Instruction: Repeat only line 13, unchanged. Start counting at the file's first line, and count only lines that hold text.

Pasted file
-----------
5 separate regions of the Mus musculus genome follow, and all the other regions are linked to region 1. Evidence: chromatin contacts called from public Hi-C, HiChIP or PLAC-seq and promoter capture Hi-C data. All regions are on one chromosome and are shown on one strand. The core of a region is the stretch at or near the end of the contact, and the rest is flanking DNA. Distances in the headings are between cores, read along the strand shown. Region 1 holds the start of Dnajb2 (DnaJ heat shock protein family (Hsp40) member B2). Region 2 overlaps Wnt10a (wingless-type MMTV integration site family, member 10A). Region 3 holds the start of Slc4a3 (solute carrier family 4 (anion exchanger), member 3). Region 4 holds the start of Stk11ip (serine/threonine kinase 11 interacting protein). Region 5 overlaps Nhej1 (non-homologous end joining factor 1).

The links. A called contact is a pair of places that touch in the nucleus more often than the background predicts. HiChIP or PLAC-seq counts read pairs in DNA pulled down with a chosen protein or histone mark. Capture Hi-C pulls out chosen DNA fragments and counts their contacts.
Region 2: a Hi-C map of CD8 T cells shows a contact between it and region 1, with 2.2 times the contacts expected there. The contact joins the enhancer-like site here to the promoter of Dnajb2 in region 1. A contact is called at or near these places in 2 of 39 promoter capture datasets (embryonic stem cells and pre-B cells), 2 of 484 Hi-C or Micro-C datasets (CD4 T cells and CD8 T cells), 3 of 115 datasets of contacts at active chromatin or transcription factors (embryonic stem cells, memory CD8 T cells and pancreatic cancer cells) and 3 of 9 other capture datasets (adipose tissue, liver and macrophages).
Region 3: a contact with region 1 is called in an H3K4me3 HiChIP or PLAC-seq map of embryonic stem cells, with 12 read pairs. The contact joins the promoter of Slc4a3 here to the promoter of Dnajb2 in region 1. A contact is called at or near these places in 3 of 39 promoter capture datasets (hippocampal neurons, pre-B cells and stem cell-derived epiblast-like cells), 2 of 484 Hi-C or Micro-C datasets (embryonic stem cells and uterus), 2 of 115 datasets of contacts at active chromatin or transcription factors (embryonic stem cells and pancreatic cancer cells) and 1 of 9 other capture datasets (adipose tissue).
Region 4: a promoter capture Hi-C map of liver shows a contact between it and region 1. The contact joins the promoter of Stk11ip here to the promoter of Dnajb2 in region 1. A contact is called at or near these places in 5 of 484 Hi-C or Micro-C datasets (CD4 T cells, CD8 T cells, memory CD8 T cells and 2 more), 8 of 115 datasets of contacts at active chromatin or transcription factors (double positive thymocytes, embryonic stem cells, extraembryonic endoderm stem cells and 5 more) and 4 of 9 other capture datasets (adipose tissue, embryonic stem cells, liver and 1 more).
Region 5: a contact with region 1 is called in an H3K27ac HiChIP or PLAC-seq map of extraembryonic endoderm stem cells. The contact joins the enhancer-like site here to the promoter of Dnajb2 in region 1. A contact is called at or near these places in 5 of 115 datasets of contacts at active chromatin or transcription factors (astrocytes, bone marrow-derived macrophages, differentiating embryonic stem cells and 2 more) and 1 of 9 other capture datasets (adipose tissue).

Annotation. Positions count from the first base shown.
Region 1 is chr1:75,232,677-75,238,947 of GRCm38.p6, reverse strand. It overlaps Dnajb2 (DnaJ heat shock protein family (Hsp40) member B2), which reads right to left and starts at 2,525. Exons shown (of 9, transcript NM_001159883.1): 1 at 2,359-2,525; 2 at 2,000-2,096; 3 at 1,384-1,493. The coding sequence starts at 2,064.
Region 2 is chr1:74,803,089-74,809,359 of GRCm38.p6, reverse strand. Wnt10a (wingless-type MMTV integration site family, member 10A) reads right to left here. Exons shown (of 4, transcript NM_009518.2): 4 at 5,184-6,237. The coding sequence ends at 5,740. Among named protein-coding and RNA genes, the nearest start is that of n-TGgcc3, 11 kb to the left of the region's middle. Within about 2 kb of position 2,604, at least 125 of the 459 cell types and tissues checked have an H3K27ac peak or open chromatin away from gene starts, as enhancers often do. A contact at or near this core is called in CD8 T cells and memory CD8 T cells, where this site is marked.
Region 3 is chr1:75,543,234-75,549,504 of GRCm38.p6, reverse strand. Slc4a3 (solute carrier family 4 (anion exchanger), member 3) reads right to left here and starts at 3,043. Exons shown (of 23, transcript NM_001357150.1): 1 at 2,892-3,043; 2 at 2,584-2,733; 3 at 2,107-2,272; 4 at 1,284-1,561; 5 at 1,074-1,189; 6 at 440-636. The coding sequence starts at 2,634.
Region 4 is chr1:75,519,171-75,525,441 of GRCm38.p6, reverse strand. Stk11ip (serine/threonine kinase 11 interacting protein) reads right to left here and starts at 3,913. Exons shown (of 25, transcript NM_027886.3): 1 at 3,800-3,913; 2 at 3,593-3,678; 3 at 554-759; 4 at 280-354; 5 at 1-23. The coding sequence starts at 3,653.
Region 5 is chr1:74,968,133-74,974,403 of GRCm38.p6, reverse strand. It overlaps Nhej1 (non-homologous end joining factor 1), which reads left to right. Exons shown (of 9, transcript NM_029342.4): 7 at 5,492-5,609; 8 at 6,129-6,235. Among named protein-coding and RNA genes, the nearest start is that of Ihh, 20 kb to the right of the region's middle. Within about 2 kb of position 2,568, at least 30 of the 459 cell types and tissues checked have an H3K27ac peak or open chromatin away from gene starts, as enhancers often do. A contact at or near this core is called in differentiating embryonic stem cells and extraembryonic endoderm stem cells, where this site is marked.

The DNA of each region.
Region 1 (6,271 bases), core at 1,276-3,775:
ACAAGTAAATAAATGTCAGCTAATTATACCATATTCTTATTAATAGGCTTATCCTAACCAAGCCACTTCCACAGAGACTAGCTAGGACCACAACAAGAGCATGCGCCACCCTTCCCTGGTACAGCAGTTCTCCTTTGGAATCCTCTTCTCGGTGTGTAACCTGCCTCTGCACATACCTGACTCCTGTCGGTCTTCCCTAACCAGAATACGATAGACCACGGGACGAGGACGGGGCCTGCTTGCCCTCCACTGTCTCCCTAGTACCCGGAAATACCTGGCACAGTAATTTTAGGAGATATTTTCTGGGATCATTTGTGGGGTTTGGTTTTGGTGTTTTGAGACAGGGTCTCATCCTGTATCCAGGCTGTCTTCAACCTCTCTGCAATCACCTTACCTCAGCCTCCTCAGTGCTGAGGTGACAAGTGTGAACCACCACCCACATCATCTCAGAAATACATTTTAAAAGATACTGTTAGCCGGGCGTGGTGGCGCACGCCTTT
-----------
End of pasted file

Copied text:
The DNA of each region.